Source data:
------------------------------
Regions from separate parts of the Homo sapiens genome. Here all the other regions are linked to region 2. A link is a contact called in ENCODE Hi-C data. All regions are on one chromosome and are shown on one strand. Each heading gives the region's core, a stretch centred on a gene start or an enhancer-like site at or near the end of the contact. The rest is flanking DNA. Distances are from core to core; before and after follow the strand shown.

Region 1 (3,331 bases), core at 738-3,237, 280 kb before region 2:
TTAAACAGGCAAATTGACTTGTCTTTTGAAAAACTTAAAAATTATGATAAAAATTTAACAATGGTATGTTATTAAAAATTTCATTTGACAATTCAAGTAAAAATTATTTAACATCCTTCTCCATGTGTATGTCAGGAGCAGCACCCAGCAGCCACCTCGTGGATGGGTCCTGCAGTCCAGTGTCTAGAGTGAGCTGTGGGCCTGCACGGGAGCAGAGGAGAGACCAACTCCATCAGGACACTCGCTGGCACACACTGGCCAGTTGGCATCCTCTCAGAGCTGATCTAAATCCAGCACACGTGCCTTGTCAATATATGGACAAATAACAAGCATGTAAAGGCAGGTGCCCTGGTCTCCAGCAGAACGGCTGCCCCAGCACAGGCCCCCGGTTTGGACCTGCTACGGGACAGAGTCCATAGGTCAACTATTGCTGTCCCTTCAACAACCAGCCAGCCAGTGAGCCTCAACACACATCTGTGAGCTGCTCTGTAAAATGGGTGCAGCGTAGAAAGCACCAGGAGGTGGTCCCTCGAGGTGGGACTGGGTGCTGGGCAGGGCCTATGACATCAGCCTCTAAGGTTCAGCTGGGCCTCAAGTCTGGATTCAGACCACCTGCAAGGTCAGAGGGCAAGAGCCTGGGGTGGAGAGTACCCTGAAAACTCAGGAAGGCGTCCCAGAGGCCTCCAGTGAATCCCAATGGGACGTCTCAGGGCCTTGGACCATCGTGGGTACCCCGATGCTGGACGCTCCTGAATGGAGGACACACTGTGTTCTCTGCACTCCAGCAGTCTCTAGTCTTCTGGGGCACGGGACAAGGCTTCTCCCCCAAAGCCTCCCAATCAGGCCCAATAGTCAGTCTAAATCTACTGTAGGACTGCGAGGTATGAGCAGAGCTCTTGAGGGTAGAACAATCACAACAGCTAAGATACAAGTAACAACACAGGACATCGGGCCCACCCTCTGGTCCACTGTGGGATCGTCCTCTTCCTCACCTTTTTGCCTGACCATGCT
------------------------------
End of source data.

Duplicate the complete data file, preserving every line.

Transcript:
Regions from separate parts of the Homo sapiens genome. Here all the other regions are linked to region 2. A link is a contact called in ENCODE Hi-C data. All regions are on one chromosome and are shown on one strand. Each heading gives the region's core, a stretch centred on a gene start or an enhancer-like site at or near the end of the contact. The rest is flanking DNA. Distances are from core to core; before and after follow the strand shown.

Region 1 (3,331 bases), core at 738-3,237, 280 kb before region 2:
TTAAACAGGCAAATTGACTTGTCTTTTGAAAAACTTAAAAATTATGATAAAAATTTAACAATGGTATGTTATTAAAAATTTCATTTGACAATTCAAGTAAAAATTATTTAACATCCTTCTCCATGTGTATGTCAGGAGCAGCACCCAGCAGCCACCTCGTGGATGGGTCCTGCAGTCCAGTGTCTAGAGTGAGCTGTGGGCCTGCACGGGAGCAGAGGAGAGACCAACTCCATCAGGACACTCGCTGGCACACACTGGCCAGTTGGCATCCTCTCAGAGCTGATCTAAATCCAGCACACGTGCCTTGTCAATATATGGACAAATAACAAGCATGTAAAGGCAGGTGCCCTGGTCTCCAGCAGAACGGCTGCCCCAGCACAGGCCCCCGGTTTGGACCTGCTACGGGACAGAGTCCATAGGTCAACTATTGCTGTCCCTTCAACAACCAGCCAGCCAGTGAGCCTCAACACACATCTGTGAGCTGCTCTGTAAAATGGGTGCAGCGTAGAAAGCACCAGGAGGTGGTCCCTCGAGGTGGGACTGGGTGCTGGGCAGGGCCTATGACATCAGCCTCTAAGGTTCAGCTGGGCCTCAAGTCTGGATTCAGACCACCTGCAAGGTCAGAGGGCAAGAGCCTGGGGTGGAGAGTACCCTGAAAACTCAGGAAGGCGTCCCAGAGGCCTCCAGTGAATCCCAATGGGACGTCTCAGGGCCTTGGACCATCGTGGGTACCCCGATGCTGGACGCTCCTGAATGGAGGACACACTGTGTTCTCTGCACTCCAGCAGTCTCTAGTCTTCTGGGGCACGGGACAAGGCTTCTCCCCCAAAGCCTCCCAATCAGGCCCAATAGTCAGTCTAAATCTACTGTAGGACTGCGAGGTATGAGCAGAGCTCTTGAGGGTAGAACAATCACAACAGCTAAGATACAAGTAACAACACAGGACATCGGGCCCACCCTCTGGTCCACTGTGGGATCGTCCTCTTCCTCACCTTTTTGCCTGACCATGCT